Sophie Deraspe, director, recently completed The Amina Profile, which premiered at the Sundance Film Festival in 2015. It has since screened at more than 10 film festivals, including Hot Docs, where it won the Special Jury Prize for Canadian Feature Documentary. The filmmaker also directed Missing Victor Pellerin (2006) and Les Signes Vitaux (2009), which won 15 prizes from around the world.

Anne Émond, director, filmed Les Êtres chers, which recently premiered at Locarno. For her first film, Nuit #1 (2011), she took home the Claude-Jutra Award for best debut feature. It premiered at TIFF, where it received a Special Mention from the jury for Best First Canadian Feature Film, and was named Best Canadian Feature Film at the Vancouver International Film Festival.

Catherine O’Hara, actor, started her comedy career in 1974 as a cast member of Second City Television. An Emmy Award winner (1982), she has more than 90 TV and film credits to her name—including After Hours, Home Alone and Beetlejuice. In 2007, she was inducted into Canada’s Walk of Fame. In 2015, she appears in Schitt’s Creek and What Lives Inside.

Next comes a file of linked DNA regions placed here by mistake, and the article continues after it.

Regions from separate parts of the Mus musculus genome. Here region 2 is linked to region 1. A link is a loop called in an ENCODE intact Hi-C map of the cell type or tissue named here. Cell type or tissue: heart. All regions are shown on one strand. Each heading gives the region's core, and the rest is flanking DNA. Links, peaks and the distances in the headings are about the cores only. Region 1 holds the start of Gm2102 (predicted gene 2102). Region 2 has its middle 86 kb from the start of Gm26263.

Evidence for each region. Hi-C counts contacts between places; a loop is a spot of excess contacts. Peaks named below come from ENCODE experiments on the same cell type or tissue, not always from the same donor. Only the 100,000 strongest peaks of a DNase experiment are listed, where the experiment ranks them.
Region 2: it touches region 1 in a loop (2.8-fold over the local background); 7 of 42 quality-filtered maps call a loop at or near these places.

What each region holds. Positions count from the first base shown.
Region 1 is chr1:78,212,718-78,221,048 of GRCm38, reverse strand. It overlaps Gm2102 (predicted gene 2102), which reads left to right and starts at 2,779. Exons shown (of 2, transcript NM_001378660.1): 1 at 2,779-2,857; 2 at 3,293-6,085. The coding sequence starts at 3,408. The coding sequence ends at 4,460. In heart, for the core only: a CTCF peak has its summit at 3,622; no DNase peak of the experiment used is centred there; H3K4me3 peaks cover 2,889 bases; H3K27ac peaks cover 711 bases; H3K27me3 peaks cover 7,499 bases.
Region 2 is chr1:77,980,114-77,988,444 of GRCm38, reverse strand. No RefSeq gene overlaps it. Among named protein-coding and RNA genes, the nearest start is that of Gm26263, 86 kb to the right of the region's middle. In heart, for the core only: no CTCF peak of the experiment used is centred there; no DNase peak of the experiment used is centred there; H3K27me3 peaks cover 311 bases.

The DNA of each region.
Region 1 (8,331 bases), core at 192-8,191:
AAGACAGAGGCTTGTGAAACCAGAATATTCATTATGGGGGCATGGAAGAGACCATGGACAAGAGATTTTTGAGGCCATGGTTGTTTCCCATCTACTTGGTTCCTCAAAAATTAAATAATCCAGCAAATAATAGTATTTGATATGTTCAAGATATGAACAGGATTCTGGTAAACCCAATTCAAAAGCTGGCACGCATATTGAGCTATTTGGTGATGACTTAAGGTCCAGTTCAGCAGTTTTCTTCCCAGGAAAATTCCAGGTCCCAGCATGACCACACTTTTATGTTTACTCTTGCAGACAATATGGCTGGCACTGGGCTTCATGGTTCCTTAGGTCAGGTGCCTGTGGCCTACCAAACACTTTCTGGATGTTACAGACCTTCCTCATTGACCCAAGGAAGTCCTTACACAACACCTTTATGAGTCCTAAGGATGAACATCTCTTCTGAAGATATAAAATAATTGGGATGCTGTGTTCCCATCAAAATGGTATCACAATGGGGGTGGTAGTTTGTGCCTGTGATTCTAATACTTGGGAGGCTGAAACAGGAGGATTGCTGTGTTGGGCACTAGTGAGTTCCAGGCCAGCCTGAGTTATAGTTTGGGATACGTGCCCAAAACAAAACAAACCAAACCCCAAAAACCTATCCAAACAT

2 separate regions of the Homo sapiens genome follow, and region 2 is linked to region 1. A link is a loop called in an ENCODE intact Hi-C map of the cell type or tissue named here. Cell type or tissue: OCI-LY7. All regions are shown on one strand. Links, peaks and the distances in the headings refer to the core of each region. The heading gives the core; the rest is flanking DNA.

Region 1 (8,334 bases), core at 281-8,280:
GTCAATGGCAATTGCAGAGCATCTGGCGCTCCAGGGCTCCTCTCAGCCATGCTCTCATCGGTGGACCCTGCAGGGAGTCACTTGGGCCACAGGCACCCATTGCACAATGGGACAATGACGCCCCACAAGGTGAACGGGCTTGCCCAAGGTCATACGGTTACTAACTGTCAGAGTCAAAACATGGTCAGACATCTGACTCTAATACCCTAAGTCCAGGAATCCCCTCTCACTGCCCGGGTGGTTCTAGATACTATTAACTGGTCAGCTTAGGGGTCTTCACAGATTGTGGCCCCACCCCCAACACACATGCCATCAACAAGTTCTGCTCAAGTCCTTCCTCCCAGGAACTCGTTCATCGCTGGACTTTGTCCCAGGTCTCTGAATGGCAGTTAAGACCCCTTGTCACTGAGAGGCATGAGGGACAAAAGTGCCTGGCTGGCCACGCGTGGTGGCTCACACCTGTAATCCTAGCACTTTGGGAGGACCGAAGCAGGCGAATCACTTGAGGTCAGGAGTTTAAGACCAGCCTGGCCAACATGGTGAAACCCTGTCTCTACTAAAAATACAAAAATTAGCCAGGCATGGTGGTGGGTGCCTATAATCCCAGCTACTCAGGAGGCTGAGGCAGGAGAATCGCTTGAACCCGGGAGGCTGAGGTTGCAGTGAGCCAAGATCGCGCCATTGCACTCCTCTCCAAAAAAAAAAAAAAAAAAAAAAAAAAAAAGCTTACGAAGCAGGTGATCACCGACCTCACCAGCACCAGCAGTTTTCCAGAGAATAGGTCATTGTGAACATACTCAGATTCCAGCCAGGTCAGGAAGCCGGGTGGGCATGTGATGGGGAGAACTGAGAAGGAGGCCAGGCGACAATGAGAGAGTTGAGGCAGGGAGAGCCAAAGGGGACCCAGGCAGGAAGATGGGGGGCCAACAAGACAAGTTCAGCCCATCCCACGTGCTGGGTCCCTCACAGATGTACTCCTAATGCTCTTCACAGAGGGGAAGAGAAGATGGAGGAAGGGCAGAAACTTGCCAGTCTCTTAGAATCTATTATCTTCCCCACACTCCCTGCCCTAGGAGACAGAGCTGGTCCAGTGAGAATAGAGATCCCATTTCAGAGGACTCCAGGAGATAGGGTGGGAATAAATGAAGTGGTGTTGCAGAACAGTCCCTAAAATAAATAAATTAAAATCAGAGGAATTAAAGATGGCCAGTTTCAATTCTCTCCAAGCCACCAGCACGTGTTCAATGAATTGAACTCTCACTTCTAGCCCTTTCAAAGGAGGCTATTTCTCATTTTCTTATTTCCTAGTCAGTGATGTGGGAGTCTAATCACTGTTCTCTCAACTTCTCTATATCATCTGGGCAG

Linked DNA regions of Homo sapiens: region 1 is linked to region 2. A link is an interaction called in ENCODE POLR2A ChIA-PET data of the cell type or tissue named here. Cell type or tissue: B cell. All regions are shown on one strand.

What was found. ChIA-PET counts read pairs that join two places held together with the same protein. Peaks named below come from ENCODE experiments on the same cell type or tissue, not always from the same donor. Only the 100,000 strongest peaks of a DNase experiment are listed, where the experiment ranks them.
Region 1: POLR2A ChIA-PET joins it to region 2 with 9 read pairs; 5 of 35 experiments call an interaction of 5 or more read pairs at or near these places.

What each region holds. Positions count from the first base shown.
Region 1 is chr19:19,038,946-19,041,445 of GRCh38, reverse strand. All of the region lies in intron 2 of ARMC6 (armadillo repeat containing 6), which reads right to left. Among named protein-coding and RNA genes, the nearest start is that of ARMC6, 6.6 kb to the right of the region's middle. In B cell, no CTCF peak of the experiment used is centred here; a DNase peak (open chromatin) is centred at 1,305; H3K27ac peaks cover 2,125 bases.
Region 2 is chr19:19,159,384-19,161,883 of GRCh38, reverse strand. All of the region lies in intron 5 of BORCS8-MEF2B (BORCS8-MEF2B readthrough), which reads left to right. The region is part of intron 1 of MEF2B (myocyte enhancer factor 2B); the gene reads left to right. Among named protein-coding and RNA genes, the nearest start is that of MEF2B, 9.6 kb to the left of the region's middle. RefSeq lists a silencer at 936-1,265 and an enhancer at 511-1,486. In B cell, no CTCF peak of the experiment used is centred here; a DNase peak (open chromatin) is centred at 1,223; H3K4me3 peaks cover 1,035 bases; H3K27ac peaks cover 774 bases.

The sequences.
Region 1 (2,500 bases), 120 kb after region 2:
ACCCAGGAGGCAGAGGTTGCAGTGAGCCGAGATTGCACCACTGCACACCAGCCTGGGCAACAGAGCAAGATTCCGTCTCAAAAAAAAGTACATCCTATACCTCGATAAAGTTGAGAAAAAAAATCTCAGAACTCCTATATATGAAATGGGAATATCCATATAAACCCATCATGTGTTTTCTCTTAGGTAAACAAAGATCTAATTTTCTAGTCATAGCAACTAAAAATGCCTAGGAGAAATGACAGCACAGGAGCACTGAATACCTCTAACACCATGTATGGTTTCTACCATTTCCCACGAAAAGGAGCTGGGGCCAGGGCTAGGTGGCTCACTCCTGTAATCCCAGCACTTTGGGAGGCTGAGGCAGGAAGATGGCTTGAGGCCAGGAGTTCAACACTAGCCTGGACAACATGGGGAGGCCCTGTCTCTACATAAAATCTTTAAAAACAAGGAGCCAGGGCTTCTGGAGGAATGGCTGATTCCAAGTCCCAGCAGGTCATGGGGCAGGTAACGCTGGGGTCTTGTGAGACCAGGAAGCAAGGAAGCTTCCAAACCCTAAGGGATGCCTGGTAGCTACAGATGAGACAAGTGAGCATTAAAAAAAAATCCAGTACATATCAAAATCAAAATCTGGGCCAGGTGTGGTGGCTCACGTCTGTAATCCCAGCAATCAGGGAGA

Patricia Rozema, director, has directed some 20 films. This year she is presenting Into the Forest at TIFF. Her feature film debut, I’ve Heard the Mermaids Singing (1987), won the Prix de la Jeunesse at Cannes’ Directors’ Fortnight. The film was released worldwide becoming one of Canada’s most successful films, both critically and commercially. Her award-winning films include Mansfield Park (1999), When Night Is Falling (1995) and White Room (1990).

Kari Skogland, director, has more than 40 directing credits, among them the feature films Stone Angel (2007) and 50 Dead Men Walking (2008). Her impressive TV credits include major international coproductions such as Vikings and The Borgias. This year she directed the mini-series The Sons of Liberty and episodes for the Tyrant and Penny Dreadful series.

Karine Vanasse, actor, is popular on both sides of the border. In 2015, she appeared in Forbidden Room by Guy Maddin, which had its world premiere at Sundance. Her award-winning film roles include Polytechnique (2009), which she also produced; Séraphin: Heart of Stone (2002); and Set Me Free (1998). On television, she is well known for roles in the U.S. series Pan Am and Revenge.